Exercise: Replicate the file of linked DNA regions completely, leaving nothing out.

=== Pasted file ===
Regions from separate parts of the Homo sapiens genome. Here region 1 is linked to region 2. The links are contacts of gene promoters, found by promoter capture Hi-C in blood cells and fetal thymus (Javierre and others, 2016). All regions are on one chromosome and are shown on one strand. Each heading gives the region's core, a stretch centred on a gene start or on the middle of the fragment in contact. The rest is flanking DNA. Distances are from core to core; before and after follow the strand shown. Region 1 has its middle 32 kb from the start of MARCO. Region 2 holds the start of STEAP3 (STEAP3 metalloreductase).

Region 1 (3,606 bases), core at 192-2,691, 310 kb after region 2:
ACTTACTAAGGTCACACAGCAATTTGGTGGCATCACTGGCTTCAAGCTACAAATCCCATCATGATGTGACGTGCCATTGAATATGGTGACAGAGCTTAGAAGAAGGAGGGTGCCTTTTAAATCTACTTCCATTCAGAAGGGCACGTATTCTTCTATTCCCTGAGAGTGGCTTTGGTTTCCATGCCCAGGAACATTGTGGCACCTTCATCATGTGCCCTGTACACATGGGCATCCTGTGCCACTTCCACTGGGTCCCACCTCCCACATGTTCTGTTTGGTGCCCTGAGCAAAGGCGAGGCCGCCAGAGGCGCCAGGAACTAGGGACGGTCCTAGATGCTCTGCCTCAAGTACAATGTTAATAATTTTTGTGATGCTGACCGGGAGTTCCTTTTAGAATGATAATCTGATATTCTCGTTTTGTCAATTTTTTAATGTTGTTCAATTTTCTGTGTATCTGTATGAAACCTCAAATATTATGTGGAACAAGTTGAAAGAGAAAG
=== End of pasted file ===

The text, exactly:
Regions from separate parts of the Homo sapiens genome. Here region 1 is linked to region 2. The links are contacts of gene promoters, found by promoter capture Hi-C in blood cells and fetal thymus (Javierre and others, 2016). All regions are on one chromosome and are shown on one strand. Each heading gives the region's core, a stretch centred on a gene start or on the middle of the fragment in contact. The rest is flanking DNA. Distances are from core to core; before and after follow the strand shown. Region 1 has its middle 32 kb from the start of MARCO. Region 2 holds the start of STEAP3 (STEAP3 metalloreductase).

Region 1 (3,606 bases), core at 192-2,691, 310 kb after region 2:
ACTTACTAAGGTCACACAGCAATTTGGTGGCATCACTGGCTTCAAGCTACAAATCCCATCATGATGTGACGTGCCATTGAATATGGTGACAGAGCTTAGAAGAAGGAGGGTGCCTTTTAAATCTACTTCCATTCAGAAGGGCACGTATTCTTCTATTCCCTGAGAGTGGCTTTGGTTTCCATGCCCAGGAACATTGTGGCACCTTCATCATGTGCCCTGTACACATGGGCATCCTGTGCCACTTCCACTGGGTCCCACCTCCCACATGTTCTGTTTGGTGCCCTGAGCAAAGGCGAGGCCGCCAGAGGCGCCAGGAACTAGGGACGGTCCTAGATGCTCTGCCTCAAGTACAATGTTAATAATTTTTGTGATGCTGACCGGGAGTTCCTTTTAGAATGATAATCTGATATTCTCGTTTTGTCAATTTTTTAATGTTGTTCAATTTTCTGTGTATCTGTATGAAACCTCAAATATTATGTGGAACAAGTTGAAAGAGAAAG